Would you raise your hand if somebody asked you that? I sure wouldn’t. 

I can’t speak for Tony, but I can speak for myself. I’ve been angry before and shown it. I’ve yelled some, too. I’m not a foul-mouth though so that last one has never been much of a temptation. I just don’t use that kind of language. Mostly, my demeanor though is laid-back. If you listen to a single podcast you can easily conclude what kind of a guy I am. I don’t give any effort to trying to be somebody I’m not. And I don’t play ball with people who would prefer me to be somebody different.

Does that kind of behavior work? Depends on the kind of work you’re doing. If you’re trying to gain attention and followers, yes. It clearly works. Scroll through YouTube or iTunes and you’ll see it pretty clearly. And I know I risk coming across as an old fogey. That’s okay. Right is right and I subscribed to these notions when I was a teenager. So think what you will. 

When you start working retail at 16 and you’re meeting the public daily, you learn how to speak and behave (if you didn’t know how already). If you walked into a store and the person helping you dropped an F-bomb I suspect you’d be surprised. But you can watch some guru on YouTube lay down four F-bombs a minute and be enthralled. 

I’m not naive. I knew retail people who had terrible language away from work. Like a radio or TV personality who habitually watches their words while on the air, but off the air they can cuss like a sailor (apologies to any non-cussing sailors)…some people watch themselves when they must. Maybe most people do that, I don’t really know. But I do know people are being much looser with their profanity in all circles than ever before. There’s no regard for the ladies in the room anymore. Or anybody else. We’re in a let-it-fly zone all the time these days.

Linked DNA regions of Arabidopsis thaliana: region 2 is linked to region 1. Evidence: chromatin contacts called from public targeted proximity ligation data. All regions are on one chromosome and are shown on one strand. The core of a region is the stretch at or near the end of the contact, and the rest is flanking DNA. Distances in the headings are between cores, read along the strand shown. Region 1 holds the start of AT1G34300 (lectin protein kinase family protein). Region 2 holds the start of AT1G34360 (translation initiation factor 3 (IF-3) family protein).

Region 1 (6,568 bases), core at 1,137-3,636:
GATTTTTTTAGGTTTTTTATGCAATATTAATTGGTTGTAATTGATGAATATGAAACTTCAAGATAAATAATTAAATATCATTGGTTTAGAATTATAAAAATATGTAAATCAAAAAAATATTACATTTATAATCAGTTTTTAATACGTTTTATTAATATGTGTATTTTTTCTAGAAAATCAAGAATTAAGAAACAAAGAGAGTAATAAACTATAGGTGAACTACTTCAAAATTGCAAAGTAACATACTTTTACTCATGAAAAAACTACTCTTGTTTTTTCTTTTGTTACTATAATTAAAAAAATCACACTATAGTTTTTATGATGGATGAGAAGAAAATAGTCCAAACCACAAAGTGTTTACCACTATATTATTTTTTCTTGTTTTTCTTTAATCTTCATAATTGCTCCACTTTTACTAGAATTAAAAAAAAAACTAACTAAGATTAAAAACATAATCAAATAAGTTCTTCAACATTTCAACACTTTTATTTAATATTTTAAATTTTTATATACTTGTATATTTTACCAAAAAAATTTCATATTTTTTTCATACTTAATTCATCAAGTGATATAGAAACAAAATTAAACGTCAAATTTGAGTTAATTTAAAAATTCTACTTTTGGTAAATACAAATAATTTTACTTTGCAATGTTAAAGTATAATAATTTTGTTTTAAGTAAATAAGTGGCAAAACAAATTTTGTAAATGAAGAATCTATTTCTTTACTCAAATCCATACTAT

What does it do for us?

I don’t have a good answer. The people who I need to be surrounded by in order to grow great don’t serve me best by being angry with me…angry enough to be provoked to yell and cuss at me. Maybe I’m not typical, but I suspect we know I am (at least in this regard). 

Immune. Hardened. Desensitized. 

Those worry me. I worry that the people we’re leading, and attempting to lead, will achieve all of those things if the trend continues. If shouting is the route to attention, what happens when the whole world is shouting? How is my shouting going to appear more valuable than anybody else’s? 

I’ve sat down with many people over the course of my life and career. People who often disappointed me with poor behavior or poor performance. In hindsight, most often I’m told how difficult it was to sit before me and endure a calm, deliberate conversation about it. “Worse than a beating,” is how quite a few folks described it. “But much longer lasting,” would be quickly added. I wanted to have an impact. The goal was to teach and make it memorable. 

Getting angry. Yelling. Cussing. Those aren’t memorable anymore. Entertaining perhaps, but not memorable. Late night TV is filled with them. Reality TV shows are, too. We’re surrounded by angry, hollering and cussing characters.

I don’t get it.

As I lay dying I’m fairly sure I’m not going to remember anybody who treated me that way. Or anybody I saw treat others that way. I’m pretty certain, and hopeful, that I’m going to remember the people who cared enough to help me become better by making sure I heard and properly understood them. Mostly, that I understood how much they cared about me. 

Be well. Do good. Grow great!